Go for it if it suits you, OP, but for some reason it doesn't suit many. To say we've all been programmed for certain types of relationships and have missed all kinds of opportunities is making a pretty big assumptions about our histories. I tried a couple of multiple participant relationships and watched lots of heartaches that were a lot more complicated than just between two people. For me, two is enough. For Bill the same. It's our choice, not our forced compulsion. icon_wink.gif

    -Doug

  • Smiling_Eyes

    Posts: 197

    Dec 15, 2010 3:48 PM GMT
    MuchMoreThanMuscle said

    From my experience people who have open relationships have not been honest with their partners. I know of people who have gone to Canada to get married as a way to profess their love for one another and then they have these loose boundaries as to what it means to have sex with other people on a casual basis. They withhold information regarding their sexual liaisons with other people and then it becomes this "don't ask don't tell" relationship. One guy I met (after having slept with him in his own bed where he sleeps with his husband) told me he was married 'after' the dirty deed and then tells me not to say anything about the hookup. As if I was going to shout it from the rooftops. How is this honest? This is more typical of what open relationships are like as opposed to someone claiming their polygamist lifestyle is all about love and true honesty.

    And to Tennisjock. I think your universal comparison of love for everyone is not very well developed. You are not just talking about love, you are talking about sex also. Is that what this is really about? Your post starts out with the focus on sexual exclusivity being something that you do not agree with and then you end your post with your definition of love being limitless. What are you really wanting? The freedom to have sex with more than one person? You cannot compare the love you have for your partner(s) whom you have sex with along with the love you have for your brother, mother or sister. It is not the same thing. Dynamics of love that you have for friends, relatives, siblings, your partners are not one in the same.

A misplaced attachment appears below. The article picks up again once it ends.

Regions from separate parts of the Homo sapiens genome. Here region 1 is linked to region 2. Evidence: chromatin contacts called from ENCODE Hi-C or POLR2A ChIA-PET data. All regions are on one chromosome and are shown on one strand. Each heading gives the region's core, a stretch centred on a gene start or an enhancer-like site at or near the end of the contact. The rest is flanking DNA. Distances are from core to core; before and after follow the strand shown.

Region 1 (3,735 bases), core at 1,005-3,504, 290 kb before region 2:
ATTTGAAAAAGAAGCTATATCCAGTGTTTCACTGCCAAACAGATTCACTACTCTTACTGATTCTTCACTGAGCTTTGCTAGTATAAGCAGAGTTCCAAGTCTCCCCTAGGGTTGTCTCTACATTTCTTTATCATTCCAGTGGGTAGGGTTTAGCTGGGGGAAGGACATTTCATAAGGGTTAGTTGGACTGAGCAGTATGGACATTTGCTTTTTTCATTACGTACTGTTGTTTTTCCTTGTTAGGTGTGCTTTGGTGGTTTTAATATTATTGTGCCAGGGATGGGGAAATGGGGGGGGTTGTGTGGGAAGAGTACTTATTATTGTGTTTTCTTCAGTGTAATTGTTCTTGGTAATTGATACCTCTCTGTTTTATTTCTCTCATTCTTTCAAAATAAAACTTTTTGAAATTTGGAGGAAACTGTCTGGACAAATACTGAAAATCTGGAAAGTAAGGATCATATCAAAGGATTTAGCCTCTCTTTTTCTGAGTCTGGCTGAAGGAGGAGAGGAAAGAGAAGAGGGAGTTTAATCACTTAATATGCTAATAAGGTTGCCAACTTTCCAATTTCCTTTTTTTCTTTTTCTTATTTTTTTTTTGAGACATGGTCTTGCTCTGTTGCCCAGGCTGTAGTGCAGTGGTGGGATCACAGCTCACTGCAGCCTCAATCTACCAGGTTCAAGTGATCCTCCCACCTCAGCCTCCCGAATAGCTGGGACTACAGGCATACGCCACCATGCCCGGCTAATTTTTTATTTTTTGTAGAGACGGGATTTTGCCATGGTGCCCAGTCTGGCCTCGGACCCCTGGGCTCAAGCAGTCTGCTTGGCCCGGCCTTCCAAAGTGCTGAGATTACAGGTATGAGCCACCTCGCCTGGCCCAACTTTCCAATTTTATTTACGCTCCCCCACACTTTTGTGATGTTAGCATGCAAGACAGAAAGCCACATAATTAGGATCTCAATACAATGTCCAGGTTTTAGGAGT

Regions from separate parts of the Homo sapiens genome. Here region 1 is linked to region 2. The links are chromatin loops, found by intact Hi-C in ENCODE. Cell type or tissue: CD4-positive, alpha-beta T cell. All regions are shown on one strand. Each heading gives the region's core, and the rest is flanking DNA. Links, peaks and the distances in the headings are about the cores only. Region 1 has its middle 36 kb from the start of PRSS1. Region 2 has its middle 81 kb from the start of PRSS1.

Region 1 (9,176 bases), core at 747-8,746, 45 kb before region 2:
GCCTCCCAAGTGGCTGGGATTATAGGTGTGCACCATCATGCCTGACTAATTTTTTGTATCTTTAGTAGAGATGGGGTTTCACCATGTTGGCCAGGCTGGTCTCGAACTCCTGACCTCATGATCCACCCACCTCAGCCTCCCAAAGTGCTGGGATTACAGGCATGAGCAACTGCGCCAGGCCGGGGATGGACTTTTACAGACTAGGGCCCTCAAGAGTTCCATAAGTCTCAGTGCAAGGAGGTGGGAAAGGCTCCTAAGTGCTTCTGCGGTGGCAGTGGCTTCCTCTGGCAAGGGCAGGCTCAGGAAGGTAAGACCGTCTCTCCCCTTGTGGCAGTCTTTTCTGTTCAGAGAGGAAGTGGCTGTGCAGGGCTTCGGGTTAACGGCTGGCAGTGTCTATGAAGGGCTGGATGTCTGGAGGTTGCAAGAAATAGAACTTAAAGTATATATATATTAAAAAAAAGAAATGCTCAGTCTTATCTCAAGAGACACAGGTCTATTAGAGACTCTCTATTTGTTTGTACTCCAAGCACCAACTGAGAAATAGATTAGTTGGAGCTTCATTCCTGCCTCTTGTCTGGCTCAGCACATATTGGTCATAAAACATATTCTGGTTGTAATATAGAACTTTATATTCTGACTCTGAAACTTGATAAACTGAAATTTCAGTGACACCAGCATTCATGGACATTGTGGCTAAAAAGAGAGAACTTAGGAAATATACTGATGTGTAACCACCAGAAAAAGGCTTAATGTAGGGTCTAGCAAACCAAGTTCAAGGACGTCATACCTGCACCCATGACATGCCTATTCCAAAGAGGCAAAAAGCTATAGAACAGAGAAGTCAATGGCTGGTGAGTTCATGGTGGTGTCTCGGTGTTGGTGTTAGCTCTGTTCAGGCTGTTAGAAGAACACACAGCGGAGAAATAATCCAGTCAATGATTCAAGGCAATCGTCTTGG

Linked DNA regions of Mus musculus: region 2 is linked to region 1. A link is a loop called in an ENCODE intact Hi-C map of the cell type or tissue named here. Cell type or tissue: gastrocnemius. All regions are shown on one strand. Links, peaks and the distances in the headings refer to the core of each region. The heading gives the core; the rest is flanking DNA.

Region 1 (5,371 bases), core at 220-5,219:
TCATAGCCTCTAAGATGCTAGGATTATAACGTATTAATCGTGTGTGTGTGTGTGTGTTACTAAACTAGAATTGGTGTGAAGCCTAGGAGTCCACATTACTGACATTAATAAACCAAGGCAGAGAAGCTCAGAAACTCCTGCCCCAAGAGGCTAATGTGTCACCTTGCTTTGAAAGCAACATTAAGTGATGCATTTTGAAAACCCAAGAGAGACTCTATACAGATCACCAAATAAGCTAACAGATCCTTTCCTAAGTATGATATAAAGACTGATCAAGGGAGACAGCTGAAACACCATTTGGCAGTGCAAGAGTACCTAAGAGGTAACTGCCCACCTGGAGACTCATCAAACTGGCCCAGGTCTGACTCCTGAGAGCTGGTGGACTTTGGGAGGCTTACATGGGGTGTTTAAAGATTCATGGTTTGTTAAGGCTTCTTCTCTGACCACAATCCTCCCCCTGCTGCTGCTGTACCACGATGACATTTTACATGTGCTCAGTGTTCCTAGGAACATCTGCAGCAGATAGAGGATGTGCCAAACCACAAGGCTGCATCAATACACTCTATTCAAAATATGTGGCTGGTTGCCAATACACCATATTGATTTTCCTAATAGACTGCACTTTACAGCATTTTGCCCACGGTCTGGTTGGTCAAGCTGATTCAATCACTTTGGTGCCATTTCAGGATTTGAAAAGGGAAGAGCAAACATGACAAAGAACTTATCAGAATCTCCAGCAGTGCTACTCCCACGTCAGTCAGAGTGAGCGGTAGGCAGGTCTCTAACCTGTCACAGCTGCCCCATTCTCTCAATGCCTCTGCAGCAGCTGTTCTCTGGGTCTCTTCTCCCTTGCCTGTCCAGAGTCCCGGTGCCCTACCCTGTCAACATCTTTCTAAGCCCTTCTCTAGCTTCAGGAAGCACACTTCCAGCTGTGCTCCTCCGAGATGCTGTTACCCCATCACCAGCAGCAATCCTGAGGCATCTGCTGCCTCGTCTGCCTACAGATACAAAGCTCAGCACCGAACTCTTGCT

Thanks for the post. My turn.

    While I agree that there are all kinds of "open" relationships, the kind I have described in this thread is not the DADT kind. I too have an issue with this kind of "open" relationship. It seems dishonest and prone to failure and heartache. What the married man did to you is vile IMHO and if I were in your shoes I would be angry.

    I think you misunderstand my comparison. Romantic love is obviously different than familial love; I still challenge others to explain why romantic love is the only kind of love that can only be focused on one person. It's something we've all been raised to assume and repeat BUT WHY IS IT SO?
  • Posted by a hidden member.
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    Dec 15, 2010 3:55 PM GMT
    I agree it's unique, and it's what I ultimately want.
    I am stuck with dating around until I find it. It's hard, and I don't know the rules that well...but you can't play if you can't lose, and you can't win if you don't play.